- something claimed by a sovereign or superior as a prerogative.
- a charge on bullion brought to the mint to be coined.
- the difference between the cost of the bullion plus minting expenses and the value as money of the pieces coined, constituting a source of government revenue.
Origin of seigniorage
Dictionary.com Unabridged Based on the Random House Unabridged Dictionary, © Random House, Inc. 2018
Examples from the Web for seigniorage
What are the advantages and disadvantages of a seigniorage tax?Manual of References and Exercises in Economics
Frank A. Fetter
It was again and still further for the protection of gold that the seigniorage was increased to 7.48 per cent.The History of Currency, 1252 to 1896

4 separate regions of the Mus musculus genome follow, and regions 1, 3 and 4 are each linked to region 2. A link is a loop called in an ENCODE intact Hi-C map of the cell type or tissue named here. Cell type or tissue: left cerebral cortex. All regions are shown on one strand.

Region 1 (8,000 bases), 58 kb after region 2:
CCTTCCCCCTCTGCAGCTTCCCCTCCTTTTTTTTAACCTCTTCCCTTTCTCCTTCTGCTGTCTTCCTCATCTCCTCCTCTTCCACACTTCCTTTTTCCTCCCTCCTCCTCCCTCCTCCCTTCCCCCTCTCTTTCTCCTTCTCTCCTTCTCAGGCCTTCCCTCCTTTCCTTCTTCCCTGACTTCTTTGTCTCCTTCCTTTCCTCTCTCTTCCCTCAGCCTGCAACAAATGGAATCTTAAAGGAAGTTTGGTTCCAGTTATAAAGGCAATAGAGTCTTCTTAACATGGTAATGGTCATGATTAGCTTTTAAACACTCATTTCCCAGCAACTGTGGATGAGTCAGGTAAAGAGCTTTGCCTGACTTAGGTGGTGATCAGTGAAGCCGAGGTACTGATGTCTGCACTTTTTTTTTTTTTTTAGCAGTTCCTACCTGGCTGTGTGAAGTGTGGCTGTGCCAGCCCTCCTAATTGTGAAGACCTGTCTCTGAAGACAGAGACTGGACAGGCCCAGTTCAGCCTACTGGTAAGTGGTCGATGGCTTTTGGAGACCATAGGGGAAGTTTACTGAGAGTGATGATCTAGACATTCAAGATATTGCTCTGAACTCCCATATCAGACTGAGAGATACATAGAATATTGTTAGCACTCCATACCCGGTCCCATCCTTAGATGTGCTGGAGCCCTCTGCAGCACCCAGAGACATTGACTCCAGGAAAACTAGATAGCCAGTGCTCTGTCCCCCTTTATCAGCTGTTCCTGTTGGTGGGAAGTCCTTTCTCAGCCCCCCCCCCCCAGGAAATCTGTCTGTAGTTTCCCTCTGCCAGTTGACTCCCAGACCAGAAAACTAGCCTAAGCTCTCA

William Arthur Shaw
The scarcity of wheat and flour was an ever-present theme; the oppression of autocracy and seigniorage, another.Orphans of the Storm
It is on this principle that paper money circulates; the whole charge for paper money may be considered a seigniorage.The Value of Money
Benjamin M. Anderson, Jr.
Seigniorage is the right the ruler or state has to charge for coinage, or it is the charge made for coinage.The Principles of Economics
Frank A. Fetter
- something claimed by a sovereign or superior as a prerogative, right, or due
- a fee payable to a government for coining bullion
- the difference in value between the cost of bullion and the face value of the coin made from it
Collins English Dictionary - Complete & Unabridged 2012 Digital Edition © William Collins Sons & Co. Ltd. 1979, 1986 © HarperCollins Publishers 1998, 2000, 2003, 2005, 2006, 2007, 2009, 2012
Word Origin and History for seigniorage
mid-15c., from Old French seignorage, from seignor (see seignior).
Online Etymology Dictionary, © 2010 Douglas Harper